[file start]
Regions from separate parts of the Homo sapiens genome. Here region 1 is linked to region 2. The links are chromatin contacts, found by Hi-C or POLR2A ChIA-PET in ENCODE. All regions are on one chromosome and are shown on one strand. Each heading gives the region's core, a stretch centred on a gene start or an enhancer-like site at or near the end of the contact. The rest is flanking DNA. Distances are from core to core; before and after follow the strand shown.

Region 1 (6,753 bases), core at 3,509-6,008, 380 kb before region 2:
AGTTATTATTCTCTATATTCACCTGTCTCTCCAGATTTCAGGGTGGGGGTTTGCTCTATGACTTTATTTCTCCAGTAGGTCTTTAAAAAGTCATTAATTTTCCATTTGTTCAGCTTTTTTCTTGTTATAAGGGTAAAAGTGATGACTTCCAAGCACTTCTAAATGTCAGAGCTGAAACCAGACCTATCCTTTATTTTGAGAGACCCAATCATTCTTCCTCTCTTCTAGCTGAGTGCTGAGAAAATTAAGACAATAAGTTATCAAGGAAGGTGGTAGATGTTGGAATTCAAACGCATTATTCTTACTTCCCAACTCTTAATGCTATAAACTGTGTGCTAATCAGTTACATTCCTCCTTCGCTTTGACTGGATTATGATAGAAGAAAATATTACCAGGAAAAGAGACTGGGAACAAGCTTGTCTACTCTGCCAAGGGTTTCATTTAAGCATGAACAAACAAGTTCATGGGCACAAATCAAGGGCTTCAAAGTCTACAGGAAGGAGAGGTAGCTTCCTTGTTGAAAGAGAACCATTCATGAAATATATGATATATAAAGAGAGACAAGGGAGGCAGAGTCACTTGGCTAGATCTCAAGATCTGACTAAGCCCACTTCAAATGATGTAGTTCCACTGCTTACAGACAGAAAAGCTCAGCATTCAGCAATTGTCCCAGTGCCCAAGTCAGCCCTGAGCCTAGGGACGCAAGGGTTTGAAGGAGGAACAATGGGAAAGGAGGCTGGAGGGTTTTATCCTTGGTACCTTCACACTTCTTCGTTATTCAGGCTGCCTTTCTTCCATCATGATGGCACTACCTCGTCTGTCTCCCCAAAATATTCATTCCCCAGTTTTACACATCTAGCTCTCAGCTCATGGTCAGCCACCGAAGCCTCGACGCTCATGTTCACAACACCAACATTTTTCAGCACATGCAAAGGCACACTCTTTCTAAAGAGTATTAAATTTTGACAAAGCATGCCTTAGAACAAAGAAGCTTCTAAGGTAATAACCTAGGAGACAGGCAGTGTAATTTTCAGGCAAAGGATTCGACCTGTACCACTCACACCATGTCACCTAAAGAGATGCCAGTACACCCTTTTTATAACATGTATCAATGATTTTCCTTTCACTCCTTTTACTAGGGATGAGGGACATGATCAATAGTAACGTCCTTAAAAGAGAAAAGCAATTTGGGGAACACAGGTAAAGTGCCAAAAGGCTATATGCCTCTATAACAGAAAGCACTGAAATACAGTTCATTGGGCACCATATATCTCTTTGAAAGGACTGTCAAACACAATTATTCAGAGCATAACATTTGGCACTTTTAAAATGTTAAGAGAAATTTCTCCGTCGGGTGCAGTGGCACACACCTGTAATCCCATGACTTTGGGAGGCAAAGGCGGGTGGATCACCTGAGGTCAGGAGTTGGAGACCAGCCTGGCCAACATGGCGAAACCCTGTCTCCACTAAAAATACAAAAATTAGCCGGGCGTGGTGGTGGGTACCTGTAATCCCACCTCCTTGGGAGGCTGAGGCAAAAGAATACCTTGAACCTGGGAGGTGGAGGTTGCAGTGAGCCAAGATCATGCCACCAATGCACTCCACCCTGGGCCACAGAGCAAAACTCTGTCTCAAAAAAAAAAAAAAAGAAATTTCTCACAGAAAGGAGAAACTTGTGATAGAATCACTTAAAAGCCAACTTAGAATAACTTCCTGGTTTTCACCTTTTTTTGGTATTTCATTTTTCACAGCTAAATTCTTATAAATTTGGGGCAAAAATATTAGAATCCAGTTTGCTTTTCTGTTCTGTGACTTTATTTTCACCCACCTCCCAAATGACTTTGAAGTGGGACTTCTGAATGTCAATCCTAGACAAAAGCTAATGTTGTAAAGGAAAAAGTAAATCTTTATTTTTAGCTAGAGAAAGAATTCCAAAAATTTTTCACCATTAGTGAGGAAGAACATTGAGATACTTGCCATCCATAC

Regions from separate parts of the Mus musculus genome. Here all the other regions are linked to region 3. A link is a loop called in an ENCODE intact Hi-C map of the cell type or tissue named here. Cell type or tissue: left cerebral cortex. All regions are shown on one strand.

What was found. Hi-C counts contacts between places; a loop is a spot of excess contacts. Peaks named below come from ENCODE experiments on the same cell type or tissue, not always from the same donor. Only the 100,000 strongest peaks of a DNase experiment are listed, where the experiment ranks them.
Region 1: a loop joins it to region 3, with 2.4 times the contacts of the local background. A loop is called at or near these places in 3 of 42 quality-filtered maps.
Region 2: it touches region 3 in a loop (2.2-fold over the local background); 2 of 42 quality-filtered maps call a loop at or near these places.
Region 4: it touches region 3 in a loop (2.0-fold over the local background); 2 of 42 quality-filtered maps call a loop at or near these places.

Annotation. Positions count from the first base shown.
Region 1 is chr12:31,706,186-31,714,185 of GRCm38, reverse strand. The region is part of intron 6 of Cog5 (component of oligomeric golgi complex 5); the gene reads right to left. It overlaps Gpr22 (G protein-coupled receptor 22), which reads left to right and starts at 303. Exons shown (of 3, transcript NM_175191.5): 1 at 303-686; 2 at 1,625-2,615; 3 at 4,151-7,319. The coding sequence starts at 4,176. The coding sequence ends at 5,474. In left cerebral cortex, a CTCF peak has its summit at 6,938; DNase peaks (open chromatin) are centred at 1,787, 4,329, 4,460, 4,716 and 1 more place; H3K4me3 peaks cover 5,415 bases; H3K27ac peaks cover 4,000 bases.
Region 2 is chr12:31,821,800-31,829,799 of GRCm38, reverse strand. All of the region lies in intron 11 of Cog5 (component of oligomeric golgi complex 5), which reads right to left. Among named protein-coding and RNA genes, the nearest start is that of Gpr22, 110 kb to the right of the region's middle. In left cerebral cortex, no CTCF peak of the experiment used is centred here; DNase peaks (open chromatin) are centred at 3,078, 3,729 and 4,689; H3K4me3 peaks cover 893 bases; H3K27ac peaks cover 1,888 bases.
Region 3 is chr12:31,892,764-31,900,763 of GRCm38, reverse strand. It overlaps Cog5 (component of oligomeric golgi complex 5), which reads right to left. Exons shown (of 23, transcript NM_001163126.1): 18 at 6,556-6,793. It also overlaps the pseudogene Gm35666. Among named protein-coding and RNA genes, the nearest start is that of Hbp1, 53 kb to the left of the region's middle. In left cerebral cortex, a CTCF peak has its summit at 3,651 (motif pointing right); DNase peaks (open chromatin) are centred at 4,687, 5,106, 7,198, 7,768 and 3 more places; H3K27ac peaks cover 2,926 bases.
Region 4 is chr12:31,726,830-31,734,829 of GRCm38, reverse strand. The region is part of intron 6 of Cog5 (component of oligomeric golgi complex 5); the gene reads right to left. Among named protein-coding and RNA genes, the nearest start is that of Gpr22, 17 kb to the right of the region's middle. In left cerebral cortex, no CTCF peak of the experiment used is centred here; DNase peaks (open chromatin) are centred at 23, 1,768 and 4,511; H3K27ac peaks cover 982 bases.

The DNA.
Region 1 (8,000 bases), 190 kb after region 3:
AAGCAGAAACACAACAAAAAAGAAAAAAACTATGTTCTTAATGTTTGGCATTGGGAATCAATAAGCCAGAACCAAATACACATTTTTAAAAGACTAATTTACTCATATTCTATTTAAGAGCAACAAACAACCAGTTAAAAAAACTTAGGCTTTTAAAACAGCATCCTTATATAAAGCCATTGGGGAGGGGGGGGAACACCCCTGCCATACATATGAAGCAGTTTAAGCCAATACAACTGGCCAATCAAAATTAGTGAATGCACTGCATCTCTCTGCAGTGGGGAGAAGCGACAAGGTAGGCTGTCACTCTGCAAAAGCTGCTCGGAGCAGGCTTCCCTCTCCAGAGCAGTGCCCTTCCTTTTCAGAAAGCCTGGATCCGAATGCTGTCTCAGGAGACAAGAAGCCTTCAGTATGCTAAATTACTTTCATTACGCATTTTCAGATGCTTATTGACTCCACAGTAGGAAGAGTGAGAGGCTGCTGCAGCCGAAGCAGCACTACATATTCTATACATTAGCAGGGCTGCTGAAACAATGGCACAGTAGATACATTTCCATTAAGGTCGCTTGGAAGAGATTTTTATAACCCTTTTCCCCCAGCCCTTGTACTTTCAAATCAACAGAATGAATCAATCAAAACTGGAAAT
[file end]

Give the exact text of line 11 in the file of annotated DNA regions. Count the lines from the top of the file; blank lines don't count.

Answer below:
Region 2 is chr12:31,821,800-31,829,799 of GRCm38, reverse strand. All of the region lies in intron 11 of Cog5 (component of oligomeric golgi complex 5), which reads right to left. Among named protein-coding and RNA genes, the nearest start is that of Gpr22, 110 kb to the right of the region's middle. In left cerebral cortex, no CTCF peak of the experiment used is centred here; DNase peaks (open chromatin) are centred at 3,078, 3,729 and 4,689; H3K4me3 peaks cover 893 bases; H3K27ac peaks cover 1,888 bases.